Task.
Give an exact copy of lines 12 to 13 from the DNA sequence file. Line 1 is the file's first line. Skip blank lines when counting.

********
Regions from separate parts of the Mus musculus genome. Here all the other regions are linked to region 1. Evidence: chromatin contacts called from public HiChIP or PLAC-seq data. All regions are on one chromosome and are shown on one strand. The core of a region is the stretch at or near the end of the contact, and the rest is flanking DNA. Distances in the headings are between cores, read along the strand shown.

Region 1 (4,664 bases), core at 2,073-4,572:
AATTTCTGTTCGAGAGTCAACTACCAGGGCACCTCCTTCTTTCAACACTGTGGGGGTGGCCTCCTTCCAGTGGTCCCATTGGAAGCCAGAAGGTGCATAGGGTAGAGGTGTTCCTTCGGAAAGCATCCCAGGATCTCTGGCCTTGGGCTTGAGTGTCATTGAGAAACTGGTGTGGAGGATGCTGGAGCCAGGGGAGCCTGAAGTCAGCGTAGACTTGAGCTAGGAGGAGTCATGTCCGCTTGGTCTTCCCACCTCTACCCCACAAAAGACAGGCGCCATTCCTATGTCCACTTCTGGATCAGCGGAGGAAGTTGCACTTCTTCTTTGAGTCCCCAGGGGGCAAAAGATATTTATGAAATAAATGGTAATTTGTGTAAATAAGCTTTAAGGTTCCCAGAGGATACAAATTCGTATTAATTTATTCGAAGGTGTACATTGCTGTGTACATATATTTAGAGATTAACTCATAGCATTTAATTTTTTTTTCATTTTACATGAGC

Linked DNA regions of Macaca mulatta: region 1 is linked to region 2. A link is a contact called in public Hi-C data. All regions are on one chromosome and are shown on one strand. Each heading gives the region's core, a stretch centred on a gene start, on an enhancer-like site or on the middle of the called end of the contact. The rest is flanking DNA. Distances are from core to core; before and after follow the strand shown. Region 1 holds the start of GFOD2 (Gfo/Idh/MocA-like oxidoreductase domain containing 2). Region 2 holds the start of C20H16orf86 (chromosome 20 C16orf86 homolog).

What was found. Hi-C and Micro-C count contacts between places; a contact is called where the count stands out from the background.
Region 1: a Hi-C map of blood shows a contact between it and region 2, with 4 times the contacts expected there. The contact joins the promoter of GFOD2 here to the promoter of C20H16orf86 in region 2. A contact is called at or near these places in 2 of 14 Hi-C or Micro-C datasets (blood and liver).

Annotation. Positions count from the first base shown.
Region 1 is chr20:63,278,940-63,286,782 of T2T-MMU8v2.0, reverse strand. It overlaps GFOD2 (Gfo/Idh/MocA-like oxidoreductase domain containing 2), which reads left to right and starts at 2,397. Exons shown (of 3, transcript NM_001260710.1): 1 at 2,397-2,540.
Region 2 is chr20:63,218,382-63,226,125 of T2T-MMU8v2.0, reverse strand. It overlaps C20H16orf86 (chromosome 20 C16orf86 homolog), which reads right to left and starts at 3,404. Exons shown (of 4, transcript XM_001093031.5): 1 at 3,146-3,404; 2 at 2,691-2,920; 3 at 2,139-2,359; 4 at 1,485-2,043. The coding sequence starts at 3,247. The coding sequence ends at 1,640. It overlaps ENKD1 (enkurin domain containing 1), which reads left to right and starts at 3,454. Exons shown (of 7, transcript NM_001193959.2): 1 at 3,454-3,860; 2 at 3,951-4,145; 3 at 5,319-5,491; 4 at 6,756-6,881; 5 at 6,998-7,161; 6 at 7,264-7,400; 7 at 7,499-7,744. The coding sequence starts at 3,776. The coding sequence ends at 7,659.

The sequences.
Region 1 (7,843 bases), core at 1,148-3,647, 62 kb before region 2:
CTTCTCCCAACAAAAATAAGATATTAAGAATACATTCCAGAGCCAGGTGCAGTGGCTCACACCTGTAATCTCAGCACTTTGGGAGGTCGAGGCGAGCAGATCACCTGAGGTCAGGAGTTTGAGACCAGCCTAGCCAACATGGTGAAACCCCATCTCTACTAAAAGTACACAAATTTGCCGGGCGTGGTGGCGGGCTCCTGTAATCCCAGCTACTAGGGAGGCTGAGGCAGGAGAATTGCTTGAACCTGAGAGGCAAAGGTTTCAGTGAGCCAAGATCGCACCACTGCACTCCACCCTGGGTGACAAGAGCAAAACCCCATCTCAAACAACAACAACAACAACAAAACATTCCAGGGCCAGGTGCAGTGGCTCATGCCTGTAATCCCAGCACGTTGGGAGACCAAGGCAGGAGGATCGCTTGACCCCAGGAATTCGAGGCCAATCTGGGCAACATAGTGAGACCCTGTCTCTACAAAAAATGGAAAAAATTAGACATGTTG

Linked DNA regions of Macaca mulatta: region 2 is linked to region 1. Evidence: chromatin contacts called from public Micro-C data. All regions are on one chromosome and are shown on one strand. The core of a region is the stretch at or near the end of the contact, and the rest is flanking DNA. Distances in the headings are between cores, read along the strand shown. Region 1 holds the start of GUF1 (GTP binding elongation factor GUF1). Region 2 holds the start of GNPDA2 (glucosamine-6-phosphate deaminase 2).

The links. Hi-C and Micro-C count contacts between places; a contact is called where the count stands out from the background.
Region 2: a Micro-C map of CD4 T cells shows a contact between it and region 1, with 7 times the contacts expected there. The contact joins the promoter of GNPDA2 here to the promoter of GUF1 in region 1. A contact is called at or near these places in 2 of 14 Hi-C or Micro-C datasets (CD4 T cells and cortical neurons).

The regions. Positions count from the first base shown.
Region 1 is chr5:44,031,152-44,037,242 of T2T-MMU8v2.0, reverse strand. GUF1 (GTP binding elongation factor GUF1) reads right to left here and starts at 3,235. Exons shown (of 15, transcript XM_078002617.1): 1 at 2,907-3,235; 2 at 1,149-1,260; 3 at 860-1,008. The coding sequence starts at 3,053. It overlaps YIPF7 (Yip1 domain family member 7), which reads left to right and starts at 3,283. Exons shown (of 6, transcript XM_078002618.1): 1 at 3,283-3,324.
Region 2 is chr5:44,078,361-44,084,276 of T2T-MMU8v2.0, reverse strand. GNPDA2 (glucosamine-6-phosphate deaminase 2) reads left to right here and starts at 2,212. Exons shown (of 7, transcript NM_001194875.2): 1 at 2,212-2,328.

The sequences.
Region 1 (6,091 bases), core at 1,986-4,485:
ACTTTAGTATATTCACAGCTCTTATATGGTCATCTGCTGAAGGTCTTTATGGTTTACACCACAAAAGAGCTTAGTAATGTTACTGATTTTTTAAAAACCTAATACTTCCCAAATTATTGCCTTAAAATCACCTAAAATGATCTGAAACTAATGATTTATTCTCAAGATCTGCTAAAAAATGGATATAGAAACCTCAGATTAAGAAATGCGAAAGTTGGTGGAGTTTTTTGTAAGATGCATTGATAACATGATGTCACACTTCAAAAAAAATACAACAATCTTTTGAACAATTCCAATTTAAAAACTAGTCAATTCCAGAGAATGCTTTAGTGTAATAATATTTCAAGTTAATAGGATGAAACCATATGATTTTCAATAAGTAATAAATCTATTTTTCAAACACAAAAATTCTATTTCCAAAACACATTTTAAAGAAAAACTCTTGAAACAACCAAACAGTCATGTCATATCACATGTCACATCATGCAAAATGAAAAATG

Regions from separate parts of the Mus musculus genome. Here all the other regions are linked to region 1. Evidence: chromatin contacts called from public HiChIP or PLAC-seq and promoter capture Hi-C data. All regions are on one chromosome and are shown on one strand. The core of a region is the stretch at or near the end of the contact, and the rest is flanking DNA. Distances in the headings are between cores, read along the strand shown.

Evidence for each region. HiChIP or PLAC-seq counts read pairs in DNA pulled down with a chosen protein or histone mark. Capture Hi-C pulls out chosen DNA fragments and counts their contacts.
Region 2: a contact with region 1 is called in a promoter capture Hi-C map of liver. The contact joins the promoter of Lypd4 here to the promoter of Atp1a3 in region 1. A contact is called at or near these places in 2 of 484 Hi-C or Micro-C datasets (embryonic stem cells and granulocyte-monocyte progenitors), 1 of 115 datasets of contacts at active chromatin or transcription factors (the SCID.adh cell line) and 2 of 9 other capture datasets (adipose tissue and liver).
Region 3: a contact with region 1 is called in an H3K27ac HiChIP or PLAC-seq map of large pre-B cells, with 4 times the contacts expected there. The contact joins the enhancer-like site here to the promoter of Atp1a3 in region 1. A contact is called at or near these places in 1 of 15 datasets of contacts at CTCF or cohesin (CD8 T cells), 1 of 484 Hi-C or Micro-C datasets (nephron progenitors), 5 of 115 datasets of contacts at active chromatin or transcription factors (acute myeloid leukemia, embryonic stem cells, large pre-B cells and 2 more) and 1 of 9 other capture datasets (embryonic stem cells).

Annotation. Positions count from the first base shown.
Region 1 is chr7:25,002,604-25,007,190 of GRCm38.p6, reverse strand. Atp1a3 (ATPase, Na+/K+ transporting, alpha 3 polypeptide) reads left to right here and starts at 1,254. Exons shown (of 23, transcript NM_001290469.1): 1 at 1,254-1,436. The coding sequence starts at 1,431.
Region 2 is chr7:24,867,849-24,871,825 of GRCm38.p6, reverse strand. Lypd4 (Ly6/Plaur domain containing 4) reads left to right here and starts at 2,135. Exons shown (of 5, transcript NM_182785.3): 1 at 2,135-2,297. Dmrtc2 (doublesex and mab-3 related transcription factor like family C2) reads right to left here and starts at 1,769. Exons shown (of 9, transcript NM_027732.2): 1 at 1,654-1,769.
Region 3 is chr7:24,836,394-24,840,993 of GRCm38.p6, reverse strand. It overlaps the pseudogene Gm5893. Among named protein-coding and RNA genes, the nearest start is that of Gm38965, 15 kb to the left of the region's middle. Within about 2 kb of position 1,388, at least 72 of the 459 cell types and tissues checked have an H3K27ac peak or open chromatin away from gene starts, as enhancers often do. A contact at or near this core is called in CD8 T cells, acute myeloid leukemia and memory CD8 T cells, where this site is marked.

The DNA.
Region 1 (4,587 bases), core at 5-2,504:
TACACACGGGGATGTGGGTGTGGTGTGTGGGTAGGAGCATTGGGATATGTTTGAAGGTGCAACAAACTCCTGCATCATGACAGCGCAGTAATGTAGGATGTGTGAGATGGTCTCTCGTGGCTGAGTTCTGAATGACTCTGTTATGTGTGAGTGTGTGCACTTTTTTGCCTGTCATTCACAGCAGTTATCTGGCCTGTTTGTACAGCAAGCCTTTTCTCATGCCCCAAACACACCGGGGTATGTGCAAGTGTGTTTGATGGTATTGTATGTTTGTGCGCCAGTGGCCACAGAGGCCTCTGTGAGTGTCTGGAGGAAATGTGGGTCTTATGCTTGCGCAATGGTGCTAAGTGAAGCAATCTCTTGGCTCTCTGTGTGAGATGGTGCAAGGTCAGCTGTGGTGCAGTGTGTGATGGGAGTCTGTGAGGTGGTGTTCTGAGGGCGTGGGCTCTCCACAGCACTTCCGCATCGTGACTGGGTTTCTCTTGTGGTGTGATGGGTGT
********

CTTCTCCCAACAAAAATAAGATATTAAGAATACATTCCAGAGCCAGGTGCAGTGGCTCACACCTGTAATCTCAGCACTTTGGGAGGTCGAGGCGAGCAGATCACCTGAGGTCAGGAGTTTGAGACCAGCCTAGCCAACATGGTGAAACCCCATCTCTACTAAAAGTACACAAATTTGCCGGGCGTGGTGGCGGGCTCCTGTAATCCCAGCTACTAGGGAGGCTGAGGCAGGAGAATTGCTTGAACCTGAGAGGCAAAGGTTTCAGTGAGCCAAGATCGCACCACTGCACTCCACCCTGGGTGACAAGAGCAAAACCCCATCTCAAACAACAACAACAACAACAAAACATTCCAGGGCCAGGTGCAGTGGCTCATGCCTGTAATCCCAGCACGTTGGGAGACCAAGGCAGGAGGATCGCTTGACCCCAGGAATTCGAGGCCAATCTGGGCAACATAGTGAGACCCTGTCTCTACAAAAAATGGAAAAAATTAGACATGTTG

Linked DNA regions of Macaca mulatta: region 2 is linked to region 1. Evidence: chromatin contacts called from public Micro-C data. All regions are on one chromosome and are shown on one strand. The core of a region is the stretch at or near the end of the contact, and the rest is flanking DNA. Distances in the headings are between cores, read along the strand shown. Region 1 holds the start of GUF1 (GTP binding elongation factor GUF1). Region 2 holds the start of GNPDA2 (glucosamine-6-phosphate deaminase 2).